The Court of Special Appeals held in Ellis v. McKenzie, 1723, SEPT.TERM, 2015, 2017 WL 562475 (Md. Ct. Spec. App. Feb. 10, 2017), that the Dormant Minerals Interest Act (DMIA) is constitutional and has the effect of terminating dormant mineral interests and merging them into the estates of the owners of the surface.
Sarah Wright owned 430 acres in Garrett County, and from 1884 until 1898, she conveyed the surface interests of the property while retaining the mineral rights. On the property there had never been any active operations to excavate minerals, no recordation of the interests had occurred since Ms. Wright's conveyances, and no taxes had been paid.
The current landowners of the surface interests of the 430 acres brought an action on January 10, 2013 in the Circuit Court for Garrett County to terminate the mineral rights under the DMIA. They identified 76 heirs or descendants of Ms. Wright and served them. In so doing, they made what the court characterized as "some minor errors," which they corrected by amending the complaint.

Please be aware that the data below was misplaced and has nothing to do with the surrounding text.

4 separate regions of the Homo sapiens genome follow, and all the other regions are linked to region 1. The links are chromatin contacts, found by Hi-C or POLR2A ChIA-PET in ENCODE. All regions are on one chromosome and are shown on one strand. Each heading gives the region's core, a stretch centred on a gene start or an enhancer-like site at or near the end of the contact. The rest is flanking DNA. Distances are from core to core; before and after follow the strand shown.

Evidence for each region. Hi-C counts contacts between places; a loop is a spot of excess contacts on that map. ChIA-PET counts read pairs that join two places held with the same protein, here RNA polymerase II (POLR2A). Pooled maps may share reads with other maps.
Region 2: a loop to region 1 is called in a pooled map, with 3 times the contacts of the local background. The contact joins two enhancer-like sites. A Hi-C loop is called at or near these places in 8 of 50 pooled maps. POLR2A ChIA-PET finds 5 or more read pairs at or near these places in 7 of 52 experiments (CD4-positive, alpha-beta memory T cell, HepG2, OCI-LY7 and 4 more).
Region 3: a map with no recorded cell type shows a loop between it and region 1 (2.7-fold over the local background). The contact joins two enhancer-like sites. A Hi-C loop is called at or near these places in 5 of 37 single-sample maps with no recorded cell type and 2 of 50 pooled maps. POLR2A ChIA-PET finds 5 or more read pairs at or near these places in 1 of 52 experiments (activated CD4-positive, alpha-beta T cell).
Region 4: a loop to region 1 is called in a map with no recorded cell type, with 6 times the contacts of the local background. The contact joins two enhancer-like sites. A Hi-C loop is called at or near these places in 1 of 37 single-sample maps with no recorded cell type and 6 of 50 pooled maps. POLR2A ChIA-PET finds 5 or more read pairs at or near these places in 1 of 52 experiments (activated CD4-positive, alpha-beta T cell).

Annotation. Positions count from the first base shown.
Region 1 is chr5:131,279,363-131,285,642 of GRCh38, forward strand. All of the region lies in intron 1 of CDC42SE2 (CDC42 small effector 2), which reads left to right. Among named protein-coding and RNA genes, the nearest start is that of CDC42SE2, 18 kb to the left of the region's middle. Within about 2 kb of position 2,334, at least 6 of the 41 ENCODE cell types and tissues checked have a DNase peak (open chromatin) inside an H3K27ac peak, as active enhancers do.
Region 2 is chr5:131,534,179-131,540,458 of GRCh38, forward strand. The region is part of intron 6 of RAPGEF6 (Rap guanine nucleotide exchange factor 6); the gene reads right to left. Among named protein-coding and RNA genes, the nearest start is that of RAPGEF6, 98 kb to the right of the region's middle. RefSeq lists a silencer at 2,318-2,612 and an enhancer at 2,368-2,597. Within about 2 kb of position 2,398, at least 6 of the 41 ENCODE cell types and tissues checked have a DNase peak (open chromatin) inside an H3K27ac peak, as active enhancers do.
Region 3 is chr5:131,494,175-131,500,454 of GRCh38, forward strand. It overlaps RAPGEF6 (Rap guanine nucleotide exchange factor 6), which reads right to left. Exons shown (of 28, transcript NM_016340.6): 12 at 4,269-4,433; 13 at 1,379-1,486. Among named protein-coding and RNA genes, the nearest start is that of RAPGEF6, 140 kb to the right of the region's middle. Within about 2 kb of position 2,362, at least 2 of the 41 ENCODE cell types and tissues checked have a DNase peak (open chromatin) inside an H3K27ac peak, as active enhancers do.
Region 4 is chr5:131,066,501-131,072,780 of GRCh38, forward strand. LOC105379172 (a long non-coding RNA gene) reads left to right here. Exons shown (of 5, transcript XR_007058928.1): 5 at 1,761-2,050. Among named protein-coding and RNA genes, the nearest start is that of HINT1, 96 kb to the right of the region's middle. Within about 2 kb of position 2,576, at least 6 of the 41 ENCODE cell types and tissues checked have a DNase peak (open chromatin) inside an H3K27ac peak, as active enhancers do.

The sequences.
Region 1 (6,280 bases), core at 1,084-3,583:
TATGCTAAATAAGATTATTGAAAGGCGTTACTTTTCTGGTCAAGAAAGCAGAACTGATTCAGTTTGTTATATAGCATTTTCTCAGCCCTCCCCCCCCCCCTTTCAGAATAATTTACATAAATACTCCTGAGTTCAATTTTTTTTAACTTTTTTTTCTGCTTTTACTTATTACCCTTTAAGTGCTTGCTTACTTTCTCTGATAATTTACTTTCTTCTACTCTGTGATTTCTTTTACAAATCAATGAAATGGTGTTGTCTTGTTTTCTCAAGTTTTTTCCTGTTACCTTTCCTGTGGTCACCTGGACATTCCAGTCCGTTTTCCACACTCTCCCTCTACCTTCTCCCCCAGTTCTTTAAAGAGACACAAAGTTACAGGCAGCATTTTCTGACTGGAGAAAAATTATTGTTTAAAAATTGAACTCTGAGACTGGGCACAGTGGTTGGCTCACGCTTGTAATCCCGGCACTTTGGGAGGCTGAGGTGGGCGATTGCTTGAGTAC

The DMIA provides that if a mineral interest is unused for a period of 20 or more years before the commencement of an action to terminate it, the mineral interest may be terminated. The DMIA further provides that the filing of a notice of intention to preserve the mineral interest before the filing of a termination action has the same effect as use of the mineral right.
The heirs of Ms. Wright contended that the DMIA was unconstitutional, but the argument failed for the reasons set forth in Harvey v. Sines, 228 Md. App. 283 (2016), which we wrote about in the September 2016 issue of Relating to Real Estate. These reasons include that the DMIA does not retrospectively abrogate property rights, and it does not violate an owner's "fair notice, reasonable reliance, [or] settled expectations."
Certain of the Wright heirs stated that they filed notices of intent to preserve their rights after the subject case was filed but before the filing of the fourth amended complaint, which corrected errors in the original pleading. The Court of Special Appeals rejected this argument and held that under the circumstances none of the holders of mineral rights preserved their interests. The court, therefore, affirmed the judgment of the circuit court.
For questions, please contact Ed Levin (410) 576-1900.